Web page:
But when Max finally does get back into contact with everyday life, Weir and cinematographer Allen Daviau go out of their way to once again centre beauty and harmony. After that moment of suspension in the desert, when we audiences were left to wonder where the film would go, and Max himself seemed keenly aware of a feeling of freedom and possibility, he decides on a whim to drive to Los Angeles and visit an old friend he hadn’t seen in 20 years. Sitting in a diner, the two characters are gorgeously lit, and even the waitress is framed like an actual person rather than a mere interruption. Fearless by no means embraces an aesthetic of isolation or alienation, on the contrary: every interaction is shot to emphasise not disconnect or conflict, but always, and regardless of the actual content of the conversations, the shared humanity of all — even when Max himself rejects it. At the diner, his Los Angeles friend Alison (Debra Monk) doesn’t know that her pal nearly lost his life, and the two of them talk very casually, like old friends who haven’t seen each other in a long time but are still close enough to be honest with each other. Her life, as she briefly sums it up, is nothing but a series of disappointments. The more she speaks, the more sympathy we feel, and the closer the camera gets to her face — even as Max, in reverse shot, stays with his back straight, the camera continuously at the same distance from him throughout the conversation, echoing his refusal to get involved and share in the frustration and disillusionment of his friend. “Have a strawberry” is all he tells her, as if to change the subject. This aesthetic commitment to all characters even goes for the two opponents in scenes of actual conflict, such as during the fights between Max and his wife. In all situations, the camera remains sensitive to each person’s emotions, and no one is ever reduced to a pawn in the story. Even as Max acts like he does not want to get mired into the feelings and problems of those around him, Weir’s camera remains in touch with them all.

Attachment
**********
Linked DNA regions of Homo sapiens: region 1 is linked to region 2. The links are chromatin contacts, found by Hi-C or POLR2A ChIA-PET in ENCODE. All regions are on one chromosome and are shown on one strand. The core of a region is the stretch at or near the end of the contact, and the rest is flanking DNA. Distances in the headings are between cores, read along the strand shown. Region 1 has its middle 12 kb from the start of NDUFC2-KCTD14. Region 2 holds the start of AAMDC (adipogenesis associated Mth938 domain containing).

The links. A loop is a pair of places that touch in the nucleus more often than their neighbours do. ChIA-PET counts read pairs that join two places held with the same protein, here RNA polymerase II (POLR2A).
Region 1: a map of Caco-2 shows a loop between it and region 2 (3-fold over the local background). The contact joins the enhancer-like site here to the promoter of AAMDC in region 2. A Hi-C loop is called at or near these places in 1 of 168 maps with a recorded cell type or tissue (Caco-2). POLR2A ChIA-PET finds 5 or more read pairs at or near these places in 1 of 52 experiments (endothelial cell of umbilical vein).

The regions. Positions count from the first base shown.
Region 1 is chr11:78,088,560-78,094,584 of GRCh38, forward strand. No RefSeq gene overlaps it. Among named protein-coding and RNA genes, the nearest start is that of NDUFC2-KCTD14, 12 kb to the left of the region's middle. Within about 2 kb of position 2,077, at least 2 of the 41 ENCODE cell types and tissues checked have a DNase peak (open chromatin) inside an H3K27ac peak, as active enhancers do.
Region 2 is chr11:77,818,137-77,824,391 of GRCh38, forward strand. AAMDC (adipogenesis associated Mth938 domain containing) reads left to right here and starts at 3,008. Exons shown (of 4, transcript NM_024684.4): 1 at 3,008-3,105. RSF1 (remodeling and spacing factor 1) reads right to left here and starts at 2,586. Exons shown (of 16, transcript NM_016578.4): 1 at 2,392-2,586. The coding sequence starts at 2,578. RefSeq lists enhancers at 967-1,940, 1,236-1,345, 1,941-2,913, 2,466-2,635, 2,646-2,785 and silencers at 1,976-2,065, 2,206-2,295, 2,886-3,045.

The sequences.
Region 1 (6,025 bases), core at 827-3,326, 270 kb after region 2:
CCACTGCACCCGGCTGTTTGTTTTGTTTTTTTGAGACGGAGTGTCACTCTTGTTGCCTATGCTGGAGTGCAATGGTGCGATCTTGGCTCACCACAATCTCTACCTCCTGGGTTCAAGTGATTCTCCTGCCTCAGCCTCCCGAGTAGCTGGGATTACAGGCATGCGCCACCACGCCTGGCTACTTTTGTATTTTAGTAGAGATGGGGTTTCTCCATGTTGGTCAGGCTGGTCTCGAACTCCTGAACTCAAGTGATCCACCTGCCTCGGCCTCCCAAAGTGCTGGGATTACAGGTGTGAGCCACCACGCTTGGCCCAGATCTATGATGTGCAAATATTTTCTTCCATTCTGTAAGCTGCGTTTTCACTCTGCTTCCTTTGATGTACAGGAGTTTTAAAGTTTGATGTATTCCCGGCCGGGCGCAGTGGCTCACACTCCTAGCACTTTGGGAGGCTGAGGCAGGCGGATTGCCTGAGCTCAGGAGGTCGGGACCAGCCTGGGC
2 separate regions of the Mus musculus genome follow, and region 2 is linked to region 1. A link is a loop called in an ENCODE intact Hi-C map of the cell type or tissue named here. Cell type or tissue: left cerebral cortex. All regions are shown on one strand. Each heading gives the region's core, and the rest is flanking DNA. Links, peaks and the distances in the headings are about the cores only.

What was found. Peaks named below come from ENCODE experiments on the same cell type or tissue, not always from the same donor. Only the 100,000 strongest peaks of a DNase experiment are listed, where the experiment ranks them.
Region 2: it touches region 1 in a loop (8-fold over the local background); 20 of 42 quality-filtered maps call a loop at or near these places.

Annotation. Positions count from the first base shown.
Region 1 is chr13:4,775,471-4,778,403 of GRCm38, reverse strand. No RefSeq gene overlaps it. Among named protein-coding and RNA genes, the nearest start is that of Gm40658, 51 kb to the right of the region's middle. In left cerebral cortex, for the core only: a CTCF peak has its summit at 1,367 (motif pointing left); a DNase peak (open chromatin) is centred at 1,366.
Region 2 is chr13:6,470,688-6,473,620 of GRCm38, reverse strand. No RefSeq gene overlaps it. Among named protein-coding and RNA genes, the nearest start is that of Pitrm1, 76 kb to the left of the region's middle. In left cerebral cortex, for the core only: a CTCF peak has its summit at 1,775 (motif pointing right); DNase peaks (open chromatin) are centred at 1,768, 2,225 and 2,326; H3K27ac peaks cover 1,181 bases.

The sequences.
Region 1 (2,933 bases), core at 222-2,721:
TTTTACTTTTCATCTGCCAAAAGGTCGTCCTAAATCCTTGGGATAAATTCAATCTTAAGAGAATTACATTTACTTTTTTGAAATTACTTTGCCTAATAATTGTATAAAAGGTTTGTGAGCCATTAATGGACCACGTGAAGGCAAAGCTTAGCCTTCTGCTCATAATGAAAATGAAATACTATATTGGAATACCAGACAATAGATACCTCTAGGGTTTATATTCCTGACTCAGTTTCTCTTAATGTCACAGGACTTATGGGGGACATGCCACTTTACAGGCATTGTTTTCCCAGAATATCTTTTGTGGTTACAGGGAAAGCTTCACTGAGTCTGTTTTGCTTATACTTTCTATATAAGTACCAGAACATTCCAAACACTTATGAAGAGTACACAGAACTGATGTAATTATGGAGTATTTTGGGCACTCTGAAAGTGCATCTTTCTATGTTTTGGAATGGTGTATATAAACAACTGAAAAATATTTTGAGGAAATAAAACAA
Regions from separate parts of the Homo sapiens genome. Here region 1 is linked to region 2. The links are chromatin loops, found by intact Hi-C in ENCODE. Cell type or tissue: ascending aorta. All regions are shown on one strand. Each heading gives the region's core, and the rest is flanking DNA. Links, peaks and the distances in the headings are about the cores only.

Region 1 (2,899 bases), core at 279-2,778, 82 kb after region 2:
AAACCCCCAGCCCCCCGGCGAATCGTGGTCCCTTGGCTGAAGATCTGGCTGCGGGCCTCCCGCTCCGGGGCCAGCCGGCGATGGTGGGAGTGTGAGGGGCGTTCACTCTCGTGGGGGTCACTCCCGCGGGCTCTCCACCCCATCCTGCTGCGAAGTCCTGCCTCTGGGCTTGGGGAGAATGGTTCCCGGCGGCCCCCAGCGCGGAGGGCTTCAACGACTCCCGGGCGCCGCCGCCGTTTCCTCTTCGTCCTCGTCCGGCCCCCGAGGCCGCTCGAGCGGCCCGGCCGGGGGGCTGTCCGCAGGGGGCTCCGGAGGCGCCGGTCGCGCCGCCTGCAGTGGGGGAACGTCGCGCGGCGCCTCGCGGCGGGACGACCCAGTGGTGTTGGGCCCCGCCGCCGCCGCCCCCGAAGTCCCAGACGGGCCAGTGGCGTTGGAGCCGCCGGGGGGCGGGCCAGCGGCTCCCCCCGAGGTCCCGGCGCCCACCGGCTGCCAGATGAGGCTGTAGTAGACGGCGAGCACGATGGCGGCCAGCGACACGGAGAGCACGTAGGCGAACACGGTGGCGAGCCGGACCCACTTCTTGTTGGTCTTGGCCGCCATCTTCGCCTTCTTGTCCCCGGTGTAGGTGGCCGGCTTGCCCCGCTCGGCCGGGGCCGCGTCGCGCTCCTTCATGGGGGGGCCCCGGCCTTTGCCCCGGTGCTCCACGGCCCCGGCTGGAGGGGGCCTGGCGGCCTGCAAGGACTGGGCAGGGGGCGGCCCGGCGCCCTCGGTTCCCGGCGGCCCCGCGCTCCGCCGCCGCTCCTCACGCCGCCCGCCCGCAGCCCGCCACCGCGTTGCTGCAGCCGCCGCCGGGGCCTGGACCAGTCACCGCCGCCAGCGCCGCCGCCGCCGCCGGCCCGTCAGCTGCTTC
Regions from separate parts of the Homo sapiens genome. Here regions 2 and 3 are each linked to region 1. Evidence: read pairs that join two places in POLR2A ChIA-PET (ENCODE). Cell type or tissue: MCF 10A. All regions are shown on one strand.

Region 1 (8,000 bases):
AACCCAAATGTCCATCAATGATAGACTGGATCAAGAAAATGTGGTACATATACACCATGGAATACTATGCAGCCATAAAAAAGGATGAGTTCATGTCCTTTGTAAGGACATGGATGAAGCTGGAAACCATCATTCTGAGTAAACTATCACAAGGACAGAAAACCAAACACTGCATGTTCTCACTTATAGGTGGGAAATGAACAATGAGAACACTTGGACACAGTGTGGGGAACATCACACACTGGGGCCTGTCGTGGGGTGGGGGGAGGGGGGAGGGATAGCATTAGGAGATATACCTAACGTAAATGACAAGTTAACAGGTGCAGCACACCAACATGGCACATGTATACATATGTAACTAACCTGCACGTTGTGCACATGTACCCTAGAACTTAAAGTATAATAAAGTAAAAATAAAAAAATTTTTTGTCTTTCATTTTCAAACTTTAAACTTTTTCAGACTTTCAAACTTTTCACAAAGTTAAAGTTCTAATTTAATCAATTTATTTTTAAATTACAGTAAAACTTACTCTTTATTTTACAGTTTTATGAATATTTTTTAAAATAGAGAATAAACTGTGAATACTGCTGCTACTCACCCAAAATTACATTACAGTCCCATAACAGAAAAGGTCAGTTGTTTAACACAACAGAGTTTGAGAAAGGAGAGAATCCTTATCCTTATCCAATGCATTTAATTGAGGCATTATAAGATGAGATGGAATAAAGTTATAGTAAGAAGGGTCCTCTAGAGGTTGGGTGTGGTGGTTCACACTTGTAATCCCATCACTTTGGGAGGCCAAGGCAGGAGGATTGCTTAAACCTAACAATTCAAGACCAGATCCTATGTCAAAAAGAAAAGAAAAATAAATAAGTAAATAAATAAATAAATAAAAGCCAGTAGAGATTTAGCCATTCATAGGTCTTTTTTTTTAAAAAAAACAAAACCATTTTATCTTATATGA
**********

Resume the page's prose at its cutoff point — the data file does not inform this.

Rather than show these connections as forming a complicated, confusing matrix of contrasting interests, Weir’s film and Rafael Yglesias’ script instead highlight the fundamental instinct at their heart, that which makes all this trouble worthwhile: that of caring. However, “nicecore” cinema Fearless absolutely isn’t. Weir does not here indulge in wishful thinking, creating a fantasy world where people are just nicer in general; nor is the film’s focus on this specific story and moment used as a crass excuse for sentimentality and cheese (the way it is in… practically any other films where the sole motivator for empathy is illness or death). If anything, it is what comes after this automatic period of relief and hyper empathy that concerns the filmmaker the most. How and how much do people continue to care after? Where do this empathy and this care go in everyday life, when the tragedy is over?